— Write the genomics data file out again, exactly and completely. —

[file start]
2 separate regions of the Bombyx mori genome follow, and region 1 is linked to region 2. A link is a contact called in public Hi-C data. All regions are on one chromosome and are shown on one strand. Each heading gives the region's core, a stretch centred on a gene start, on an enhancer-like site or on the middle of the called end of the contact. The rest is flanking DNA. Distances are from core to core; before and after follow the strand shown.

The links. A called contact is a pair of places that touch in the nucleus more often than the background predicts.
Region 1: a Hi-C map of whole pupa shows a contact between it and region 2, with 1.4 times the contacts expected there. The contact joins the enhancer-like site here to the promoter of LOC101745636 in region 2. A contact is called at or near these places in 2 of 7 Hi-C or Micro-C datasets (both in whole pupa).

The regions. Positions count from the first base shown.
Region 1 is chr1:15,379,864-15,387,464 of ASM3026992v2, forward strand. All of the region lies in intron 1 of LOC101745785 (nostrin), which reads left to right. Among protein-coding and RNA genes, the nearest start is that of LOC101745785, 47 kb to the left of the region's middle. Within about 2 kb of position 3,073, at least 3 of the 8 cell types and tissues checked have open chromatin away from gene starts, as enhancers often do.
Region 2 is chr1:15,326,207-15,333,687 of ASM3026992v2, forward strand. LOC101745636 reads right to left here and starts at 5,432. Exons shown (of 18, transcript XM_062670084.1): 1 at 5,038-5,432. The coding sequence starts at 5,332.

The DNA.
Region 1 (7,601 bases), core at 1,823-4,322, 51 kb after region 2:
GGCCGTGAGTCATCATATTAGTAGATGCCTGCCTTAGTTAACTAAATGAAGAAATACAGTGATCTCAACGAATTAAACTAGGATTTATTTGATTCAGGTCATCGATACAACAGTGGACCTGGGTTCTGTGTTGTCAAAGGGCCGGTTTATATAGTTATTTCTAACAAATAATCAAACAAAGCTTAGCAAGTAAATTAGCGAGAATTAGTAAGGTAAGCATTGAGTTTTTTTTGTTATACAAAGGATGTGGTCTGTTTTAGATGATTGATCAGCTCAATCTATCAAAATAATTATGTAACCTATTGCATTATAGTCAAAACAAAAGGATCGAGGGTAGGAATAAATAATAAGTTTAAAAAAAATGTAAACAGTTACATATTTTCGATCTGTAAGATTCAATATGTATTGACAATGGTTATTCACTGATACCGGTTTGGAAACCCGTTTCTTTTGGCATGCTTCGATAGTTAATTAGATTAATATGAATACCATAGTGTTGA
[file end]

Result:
2 separate regions of the Bombyx mori genome follow, and region 1 is linked to region 2. A link is a contact called in public Hi-C data. All regions are on one chromosome and are shown on one strand. Each heading gives the region's core, a stretch centred on a gene start, on an enhancer-like site or on the middle of the called end of the contact. The rest is flanking DNA. Distances are from core to core; before and after follow the strand shown.

The links. A called contact is a pair of places that touch in the nucleus more often than the background predicts.
Region 1: a Hi-C map of whole pupa shows a contact between it and region 2, with 1.4 times the contacts expected there. The contact joins the enhancer-like site here to the promoter of LOC101745636 in region 2. A contact is called at or near these places in 2 of 7 Hi-C or Micro-C datasets (both in whole pupa).

The regions. Positions count from the first base shown.
Region 1 is chr1:15,379,864-15,387,464 of ASM3026992v2, forward strand. All of the region lies in intron 1 of LOC101745785 (nostrin), which reads left to right. Among protein-coding and RNA genes, the nearest start is that of LOC101745785, 47 kb to the left of the region's middle. Within about 2 kb of position 3,073, at least 3 of the 8 cell types and tissues checked have open chromatin away from gene starts, as enhancers often do.
Region 2 is chr1:15,326,207-15,333,687 of ASM3026992v2, forward strand. LOC101745636 reads right to left here and starts at 5,432. Exons shown (of 18, transcript XM_062670084.1): 1 at 5,038-5,432. The coding sequence starts at 5,332.

The DNA.
Region 1 (7,601 bases), core at 1,823-4,322, 51 kb after region 2:
GGCCGTGAGTCATCATATTAGTAGATGCCTGCCTTAGTTAACTAAATGAAGAAATACAGTGATCTCAACGAATTAAACTAGGATTTATTTGATTCAGGTCATCGATACAACAGTGGACCTGGGTTCTGTGTTGTCAAAGGGCCGGTTTATATAGTTATTTCTAACAAATAATCAAACAAAGCTTAGCAAGTAAATTAGCGAGAATTAGTAAGGTAAGCATTGAGTTTTTTTTGTTATACAAAGGATGTGGTCTGTTTTAGATGATTGATCAGCTCAATCTATCAAAATAATTATGTAACCTATTGCATTATAGTCAAAACAAAAGGATCGAGGGTAGGAATAAATAATAAGTTTAAAAAAAATGTAAACAGTTACATATTTTCGATCTGTAAGATTCAATATGTATTGACAATGGTTATTCACTGATACCGGTTTGGAAACCCGTTTCTTTTGGCATGCTTCGATAGTTAATTAGATTAATATGAATACCATAGTGTTGA